The Crusader main armament will use a 155 mm solid propellant cannon system. The armament system consists of an XM297E2 cannon, a laser ignition system, and a new XM200 gun mount based on the existing XM183E1. The cannon tube is Integral Midwall Cooled (IMC) and employs external cooling jackets to reduce thermal signatures and maintain tube temperatures in a range that is safe for sustained firing.
The multilug, slide-block breech assembly provides fast, automated actuation to support high rates of fire with the laser ignition system being integrated for compatibility with breech automation to support crew safety when firing at high rates for long durations.
The XM200 gun mount utilises a Schneider-type recoil mechanism consisting of two modular recoil cylinders with built in internal replenisher, recoil buffer and two modular recuperator cylinders.
The actual cannon tube is chrome plated to minimise wear and erosion and an integral pepper pot muzzle brake is incorporated as standard.
The Crusader armament system chamber volume, shape, and details are tailored for compatibility with the Modular Artillery Charge System (MACS) solid propellant propulsion system.
The MACS has been jointly developed by the US Army and an industrial team comprising ARMTEC, General Dynamics Ordnance and Tactical Systems and Alliant Techsystems. MACS is a modular, increment-based propelling charge system consisting of the XM231 and XM232 configurations. MACS charges are compatible with Crusader and all existing 155 mm cannon designs. MACS eliminates the need to dispose of unused propelling charges, and enables automated ammunition handling due to its sturdy case composition.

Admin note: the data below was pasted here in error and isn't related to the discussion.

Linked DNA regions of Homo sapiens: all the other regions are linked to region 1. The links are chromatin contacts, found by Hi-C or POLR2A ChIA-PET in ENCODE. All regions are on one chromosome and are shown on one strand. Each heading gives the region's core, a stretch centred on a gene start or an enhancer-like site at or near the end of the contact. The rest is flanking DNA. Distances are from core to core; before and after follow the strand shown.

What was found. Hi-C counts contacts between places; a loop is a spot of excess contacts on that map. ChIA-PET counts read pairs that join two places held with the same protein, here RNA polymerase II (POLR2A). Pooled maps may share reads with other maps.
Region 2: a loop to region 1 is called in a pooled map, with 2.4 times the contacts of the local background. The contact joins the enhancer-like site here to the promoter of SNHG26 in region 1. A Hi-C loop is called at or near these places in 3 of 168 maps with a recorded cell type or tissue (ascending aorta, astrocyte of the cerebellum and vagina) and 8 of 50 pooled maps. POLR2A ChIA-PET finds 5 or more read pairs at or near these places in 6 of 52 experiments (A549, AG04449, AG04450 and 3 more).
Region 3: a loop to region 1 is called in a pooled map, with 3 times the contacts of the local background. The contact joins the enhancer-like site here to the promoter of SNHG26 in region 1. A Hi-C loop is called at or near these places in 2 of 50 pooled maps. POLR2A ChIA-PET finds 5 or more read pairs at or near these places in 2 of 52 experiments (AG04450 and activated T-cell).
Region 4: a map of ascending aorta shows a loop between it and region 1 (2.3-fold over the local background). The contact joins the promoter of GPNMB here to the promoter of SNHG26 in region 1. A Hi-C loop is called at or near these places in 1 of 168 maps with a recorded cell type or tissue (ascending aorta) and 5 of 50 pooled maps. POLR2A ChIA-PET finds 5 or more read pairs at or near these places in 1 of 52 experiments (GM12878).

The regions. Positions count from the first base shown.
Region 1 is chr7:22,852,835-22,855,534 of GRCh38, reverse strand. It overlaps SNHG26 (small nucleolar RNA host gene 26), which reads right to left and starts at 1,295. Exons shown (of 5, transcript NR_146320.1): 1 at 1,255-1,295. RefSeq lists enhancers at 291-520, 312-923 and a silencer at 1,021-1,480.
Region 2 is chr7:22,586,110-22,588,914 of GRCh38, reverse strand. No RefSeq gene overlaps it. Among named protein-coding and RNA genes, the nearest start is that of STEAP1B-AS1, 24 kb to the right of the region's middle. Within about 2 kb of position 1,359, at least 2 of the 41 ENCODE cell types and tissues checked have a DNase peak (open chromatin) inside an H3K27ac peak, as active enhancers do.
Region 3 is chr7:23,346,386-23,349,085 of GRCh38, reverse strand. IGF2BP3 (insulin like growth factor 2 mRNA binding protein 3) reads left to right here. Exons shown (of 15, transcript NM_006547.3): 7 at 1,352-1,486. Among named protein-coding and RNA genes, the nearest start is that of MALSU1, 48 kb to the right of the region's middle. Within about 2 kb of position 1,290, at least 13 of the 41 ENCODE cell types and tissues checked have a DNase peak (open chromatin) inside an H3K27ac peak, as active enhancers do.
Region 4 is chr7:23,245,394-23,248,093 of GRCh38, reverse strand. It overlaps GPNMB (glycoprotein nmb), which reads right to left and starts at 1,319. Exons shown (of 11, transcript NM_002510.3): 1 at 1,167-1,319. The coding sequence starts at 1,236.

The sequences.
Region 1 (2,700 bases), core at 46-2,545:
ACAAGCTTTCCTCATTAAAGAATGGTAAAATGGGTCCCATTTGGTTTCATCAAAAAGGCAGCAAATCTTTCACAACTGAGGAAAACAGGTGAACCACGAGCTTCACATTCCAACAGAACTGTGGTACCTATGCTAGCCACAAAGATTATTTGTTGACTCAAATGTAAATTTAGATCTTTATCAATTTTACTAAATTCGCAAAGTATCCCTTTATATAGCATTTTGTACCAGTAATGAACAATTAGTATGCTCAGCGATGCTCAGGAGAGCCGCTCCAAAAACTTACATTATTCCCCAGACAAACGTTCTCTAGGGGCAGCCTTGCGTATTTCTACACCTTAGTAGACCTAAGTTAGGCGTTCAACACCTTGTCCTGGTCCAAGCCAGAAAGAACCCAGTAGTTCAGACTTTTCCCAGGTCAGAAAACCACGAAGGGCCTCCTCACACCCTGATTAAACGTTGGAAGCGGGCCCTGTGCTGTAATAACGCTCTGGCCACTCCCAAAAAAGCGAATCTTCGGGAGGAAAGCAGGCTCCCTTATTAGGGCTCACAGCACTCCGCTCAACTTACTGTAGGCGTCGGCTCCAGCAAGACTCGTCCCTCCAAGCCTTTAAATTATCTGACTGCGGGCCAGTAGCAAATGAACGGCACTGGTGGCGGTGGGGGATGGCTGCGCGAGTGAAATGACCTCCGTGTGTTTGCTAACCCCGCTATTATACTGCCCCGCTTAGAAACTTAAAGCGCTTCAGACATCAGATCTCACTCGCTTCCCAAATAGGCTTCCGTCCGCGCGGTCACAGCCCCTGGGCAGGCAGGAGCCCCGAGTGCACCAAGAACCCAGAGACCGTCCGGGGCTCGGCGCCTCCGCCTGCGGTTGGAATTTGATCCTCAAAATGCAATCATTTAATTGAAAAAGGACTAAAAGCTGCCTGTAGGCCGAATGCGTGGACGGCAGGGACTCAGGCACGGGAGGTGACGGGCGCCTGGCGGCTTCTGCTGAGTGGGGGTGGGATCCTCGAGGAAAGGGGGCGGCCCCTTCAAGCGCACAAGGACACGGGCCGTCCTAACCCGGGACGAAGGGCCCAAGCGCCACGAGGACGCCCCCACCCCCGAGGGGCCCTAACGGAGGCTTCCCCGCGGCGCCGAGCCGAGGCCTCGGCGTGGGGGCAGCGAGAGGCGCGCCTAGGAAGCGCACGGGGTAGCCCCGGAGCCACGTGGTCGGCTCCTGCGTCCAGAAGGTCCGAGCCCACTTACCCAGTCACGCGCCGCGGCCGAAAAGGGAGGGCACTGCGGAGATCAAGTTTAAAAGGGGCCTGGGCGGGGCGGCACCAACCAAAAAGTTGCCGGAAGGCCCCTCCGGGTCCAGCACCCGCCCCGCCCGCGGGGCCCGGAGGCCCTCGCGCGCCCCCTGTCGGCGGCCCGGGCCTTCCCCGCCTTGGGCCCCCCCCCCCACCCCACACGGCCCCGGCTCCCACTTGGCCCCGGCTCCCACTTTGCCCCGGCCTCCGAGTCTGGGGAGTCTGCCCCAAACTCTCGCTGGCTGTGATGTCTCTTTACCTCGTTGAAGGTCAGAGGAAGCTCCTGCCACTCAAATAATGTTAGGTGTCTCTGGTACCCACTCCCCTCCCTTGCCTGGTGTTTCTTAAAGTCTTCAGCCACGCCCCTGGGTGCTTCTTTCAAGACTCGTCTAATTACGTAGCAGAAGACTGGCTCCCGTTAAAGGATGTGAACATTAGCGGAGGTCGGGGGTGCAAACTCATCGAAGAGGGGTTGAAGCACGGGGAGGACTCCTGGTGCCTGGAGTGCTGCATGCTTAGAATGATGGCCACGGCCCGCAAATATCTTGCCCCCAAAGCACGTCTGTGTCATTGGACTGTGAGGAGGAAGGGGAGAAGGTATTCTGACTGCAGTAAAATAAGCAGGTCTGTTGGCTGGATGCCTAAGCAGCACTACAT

Crusader will take advantage of the pending fielding of the Multi-Option Fuze for Artillery (MOFA). The fuze is compatible with all 105 and 155 mm cannon artillery systems. It integrates four function settings for bursting projectiles: proximity, time, point detonating and delay. MOFA has manual and inductive (man-out-of-the-loop) setting compatibility for high rates of fire. MOFA also supports pre-fuzing of projectiles, allowing the Crusader system to inductively set and verify time settings before ramming projectiles.
Both Crusader vehicles will be capable of 48 km/h cross-country speed and 67 km/h highway speed. To avoid hostile counterfire, Crusader vehicles will be able to move 750 m in less than 90 seconds under combat conditions.
Crusader's advanced mobility suite will also include external hydropneumatic suspension from Textron Marine & Land Systems, and advanced track and drive by wire controls.
System survivability will be enhanced by mobility and additional features such as designed-in signature management, integrated defence systems and a macron NBC system. It will also have position navigation/movement planning decision aids and embedded diagnostics/prognostics.
Crusader low-rate production may begin in 2006 and full-rate production is scheduled for 2008. The first fielded unit is expected to be equipped in the year 2007.
For the extensive trials programme two XM2001 and one XM2002 systems were completed in 2001 but, in the Summer, the ammunition supply vehicle Minus was completed. This will not have the ammunition resupply system installed but will be used for reliability trials of the powerpack and the hydropneumatic suspension system.
Providing that there are no additional problems, the US Army is scheduled to make a Milestone II decision in April 2003 to enable it to enter the Engineering Manufacturing and Development (EMD) phase.
During this phase it is expected that seven Crusader self-propelled artillery systems, five tracked resupply vehicles and four wheeled resupply vehicles will be completed. The latter will be based on an Oshkosh M1075 (10õ10) truck chassis which is already used in large numbers by the US Army.
Currently the original and much heavier Crusader platforms are being used to maintain the development programme.